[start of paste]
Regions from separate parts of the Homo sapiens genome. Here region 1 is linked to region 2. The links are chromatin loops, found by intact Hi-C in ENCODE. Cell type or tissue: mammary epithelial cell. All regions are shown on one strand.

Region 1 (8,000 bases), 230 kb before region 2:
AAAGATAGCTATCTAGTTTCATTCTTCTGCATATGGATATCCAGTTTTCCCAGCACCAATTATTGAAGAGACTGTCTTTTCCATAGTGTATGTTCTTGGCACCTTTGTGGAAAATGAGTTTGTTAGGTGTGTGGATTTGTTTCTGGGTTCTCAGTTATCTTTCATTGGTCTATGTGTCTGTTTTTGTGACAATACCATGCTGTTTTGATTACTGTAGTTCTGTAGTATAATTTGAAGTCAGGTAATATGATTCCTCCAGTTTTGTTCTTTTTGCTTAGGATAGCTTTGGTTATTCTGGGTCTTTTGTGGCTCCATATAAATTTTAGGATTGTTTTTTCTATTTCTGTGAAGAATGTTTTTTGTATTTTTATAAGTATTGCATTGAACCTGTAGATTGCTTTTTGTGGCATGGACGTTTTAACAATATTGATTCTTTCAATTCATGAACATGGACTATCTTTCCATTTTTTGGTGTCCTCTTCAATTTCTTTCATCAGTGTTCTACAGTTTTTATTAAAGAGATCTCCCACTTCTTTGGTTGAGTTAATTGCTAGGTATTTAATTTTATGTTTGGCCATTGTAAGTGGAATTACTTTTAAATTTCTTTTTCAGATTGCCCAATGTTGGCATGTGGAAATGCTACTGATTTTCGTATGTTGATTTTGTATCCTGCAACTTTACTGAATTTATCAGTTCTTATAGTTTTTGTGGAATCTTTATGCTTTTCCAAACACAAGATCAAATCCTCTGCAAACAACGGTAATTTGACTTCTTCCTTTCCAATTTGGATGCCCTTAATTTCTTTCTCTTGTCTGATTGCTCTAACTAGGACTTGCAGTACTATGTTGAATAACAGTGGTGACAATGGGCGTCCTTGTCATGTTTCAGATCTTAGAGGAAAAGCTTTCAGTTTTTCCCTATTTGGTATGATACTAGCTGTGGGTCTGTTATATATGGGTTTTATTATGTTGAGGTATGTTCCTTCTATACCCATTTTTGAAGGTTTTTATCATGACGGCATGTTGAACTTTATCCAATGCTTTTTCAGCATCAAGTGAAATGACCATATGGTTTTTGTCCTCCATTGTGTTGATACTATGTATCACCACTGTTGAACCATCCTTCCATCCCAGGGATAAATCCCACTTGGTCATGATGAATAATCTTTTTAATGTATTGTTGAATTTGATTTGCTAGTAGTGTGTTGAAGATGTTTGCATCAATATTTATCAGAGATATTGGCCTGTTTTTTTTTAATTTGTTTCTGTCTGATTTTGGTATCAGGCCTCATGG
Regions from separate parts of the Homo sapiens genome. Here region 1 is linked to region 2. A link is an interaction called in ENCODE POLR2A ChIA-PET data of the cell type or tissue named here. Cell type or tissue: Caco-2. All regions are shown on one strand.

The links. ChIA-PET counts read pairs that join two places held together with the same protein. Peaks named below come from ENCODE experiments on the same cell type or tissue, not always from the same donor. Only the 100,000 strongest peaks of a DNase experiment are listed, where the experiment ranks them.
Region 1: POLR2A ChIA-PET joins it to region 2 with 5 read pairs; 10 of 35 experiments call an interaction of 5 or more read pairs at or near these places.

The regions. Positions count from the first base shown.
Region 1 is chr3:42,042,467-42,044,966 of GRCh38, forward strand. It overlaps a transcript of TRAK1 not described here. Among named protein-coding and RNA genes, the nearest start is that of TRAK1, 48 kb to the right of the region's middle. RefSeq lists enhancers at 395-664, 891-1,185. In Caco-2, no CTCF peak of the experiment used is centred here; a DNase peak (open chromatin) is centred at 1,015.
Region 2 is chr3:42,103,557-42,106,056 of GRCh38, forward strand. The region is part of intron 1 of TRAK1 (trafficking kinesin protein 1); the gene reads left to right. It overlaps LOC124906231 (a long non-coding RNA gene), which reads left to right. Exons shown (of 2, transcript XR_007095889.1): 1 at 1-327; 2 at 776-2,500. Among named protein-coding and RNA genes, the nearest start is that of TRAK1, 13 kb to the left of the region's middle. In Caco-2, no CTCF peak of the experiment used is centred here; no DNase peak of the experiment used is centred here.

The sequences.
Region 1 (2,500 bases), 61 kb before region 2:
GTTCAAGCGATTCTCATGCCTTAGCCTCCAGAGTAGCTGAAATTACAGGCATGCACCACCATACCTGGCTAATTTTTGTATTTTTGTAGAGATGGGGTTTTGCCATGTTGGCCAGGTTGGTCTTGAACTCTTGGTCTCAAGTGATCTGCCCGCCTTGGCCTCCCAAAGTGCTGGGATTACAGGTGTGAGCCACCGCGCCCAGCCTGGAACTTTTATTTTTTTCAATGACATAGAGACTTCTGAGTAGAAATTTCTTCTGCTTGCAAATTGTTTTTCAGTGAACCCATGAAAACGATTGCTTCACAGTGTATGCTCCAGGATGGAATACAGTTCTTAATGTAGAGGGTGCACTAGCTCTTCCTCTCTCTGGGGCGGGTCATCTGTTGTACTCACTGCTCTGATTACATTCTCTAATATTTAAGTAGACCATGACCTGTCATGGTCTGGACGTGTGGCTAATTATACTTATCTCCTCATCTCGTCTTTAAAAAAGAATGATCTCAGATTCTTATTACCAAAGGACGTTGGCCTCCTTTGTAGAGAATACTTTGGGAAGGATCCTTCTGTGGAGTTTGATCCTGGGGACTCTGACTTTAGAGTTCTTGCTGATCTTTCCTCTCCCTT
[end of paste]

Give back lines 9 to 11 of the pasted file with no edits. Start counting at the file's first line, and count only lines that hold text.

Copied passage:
Region 2 is chr3:42,103,557-42,106,056 of GRCh38, forward strand. The region is part of intron 1 of TRAK1 (trafficking kinesin protein 1); the gene reads left to right. It overlaps LOC124906231 (a long non-coding RNA gene), which reads left to right. Exons shown (of 2, transcript XR_007095889.1): 1 at 1-327; 2 at 776-2,500. Among named protein-coding and RNA genes, the nearest start is that of TRAK1, 13 kb to the left of the region's middle. In Caco-2, no CTCF peak of the experiment used is centred here; no DNase peak of the experiment used is centred here.

The sequences.
Region 1 (2,500 bases), 61 kb before region 2: